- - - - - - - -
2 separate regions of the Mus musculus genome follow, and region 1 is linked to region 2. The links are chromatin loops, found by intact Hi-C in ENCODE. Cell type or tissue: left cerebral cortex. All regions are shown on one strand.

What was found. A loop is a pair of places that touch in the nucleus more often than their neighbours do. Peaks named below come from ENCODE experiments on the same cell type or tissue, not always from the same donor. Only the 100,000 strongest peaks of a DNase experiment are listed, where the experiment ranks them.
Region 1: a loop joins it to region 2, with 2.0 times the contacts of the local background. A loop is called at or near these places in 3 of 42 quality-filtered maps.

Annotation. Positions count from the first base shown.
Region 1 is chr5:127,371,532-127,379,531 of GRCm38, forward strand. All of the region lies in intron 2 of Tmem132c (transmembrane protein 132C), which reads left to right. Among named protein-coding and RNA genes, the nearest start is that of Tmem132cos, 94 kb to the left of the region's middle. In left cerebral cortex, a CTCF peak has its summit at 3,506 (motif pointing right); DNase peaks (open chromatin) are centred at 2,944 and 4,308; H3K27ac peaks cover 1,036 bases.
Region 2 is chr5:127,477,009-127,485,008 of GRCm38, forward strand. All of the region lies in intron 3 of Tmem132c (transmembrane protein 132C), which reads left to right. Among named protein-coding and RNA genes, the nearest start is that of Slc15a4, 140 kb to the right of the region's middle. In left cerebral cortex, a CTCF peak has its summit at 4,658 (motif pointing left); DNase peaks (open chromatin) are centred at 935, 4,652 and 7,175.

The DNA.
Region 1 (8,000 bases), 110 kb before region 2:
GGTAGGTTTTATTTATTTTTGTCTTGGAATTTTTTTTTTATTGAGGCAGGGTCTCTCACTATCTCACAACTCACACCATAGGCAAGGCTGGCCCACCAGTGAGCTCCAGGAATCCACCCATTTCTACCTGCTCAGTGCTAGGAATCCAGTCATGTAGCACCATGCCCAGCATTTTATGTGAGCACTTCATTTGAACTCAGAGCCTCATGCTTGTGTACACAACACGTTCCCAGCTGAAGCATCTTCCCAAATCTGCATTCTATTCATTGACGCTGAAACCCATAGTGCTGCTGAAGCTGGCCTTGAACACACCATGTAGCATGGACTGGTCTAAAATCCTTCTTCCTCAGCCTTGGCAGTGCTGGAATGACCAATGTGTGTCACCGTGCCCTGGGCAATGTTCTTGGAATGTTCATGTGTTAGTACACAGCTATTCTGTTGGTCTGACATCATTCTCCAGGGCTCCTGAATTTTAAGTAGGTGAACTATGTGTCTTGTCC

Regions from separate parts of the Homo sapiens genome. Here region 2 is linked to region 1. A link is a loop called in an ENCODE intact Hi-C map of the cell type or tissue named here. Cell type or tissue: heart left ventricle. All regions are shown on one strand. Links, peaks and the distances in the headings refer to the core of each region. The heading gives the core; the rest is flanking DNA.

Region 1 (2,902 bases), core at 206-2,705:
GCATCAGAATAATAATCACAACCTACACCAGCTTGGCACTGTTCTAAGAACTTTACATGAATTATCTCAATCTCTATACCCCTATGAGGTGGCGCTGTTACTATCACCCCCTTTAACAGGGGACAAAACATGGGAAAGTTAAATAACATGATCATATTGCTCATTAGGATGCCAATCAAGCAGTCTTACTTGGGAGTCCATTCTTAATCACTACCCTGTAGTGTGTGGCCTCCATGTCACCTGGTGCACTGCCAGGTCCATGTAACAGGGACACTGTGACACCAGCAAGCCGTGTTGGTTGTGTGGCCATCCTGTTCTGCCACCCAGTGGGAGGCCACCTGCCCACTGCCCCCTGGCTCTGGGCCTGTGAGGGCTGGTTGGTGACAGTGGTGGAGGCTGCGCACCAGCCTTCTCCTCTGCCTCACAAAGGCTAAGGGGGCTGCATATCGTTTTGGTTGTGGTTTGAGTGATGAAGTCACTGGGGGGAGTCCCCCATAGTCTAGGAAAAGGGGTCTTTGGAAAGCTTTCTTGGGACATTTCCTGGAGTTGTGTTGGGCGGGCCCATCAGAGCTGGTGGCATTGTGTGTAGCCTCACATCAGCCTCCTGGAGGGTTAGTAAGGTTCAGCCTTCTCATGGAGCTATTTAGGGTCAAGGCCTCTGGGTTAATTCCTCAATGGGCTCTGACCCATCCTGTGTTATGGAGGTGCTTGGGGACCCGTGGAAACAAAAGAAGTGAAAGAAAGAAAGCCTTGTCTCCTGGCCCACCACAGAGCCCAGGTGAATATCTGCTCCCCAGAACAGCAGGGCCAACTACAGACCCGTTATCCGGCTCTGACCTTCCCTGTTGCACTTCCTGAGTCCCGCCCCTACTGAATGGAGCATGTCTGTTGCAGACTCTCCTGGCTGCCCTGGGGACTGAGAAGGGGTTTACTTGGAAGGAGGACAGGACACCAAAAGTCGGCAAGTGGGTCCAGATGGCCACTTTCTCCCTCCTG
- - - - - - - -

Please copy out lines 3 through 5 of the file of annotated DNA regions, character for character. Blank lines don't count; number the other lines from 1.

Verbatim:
Region 1: a loop joins it to region 2, with 2.0 times the contacts of the local background. A loop is called at or near these places in 3 of 42 quality-filtered maps.

Annotation. Positions count from the first base shown.
Region 1 is chr5:127,371,532-127,379,531 of GRCm38, forward strand. All of the region lies in intron 2 of Tmem132c (transmembrane protein 132C), which reads left to right. Among named protein-coding and RNA genes, the nearest start is that of Tmem132cos, 94 kb to the left of the region's middle. In left cerebral cortex, a CTCF peak has its summit at 3,506 (motif pointing right); DNase peaks (open chromatin) are centred at 2,944 and 4,308; H3K27ac peaks cover 1,036 bases.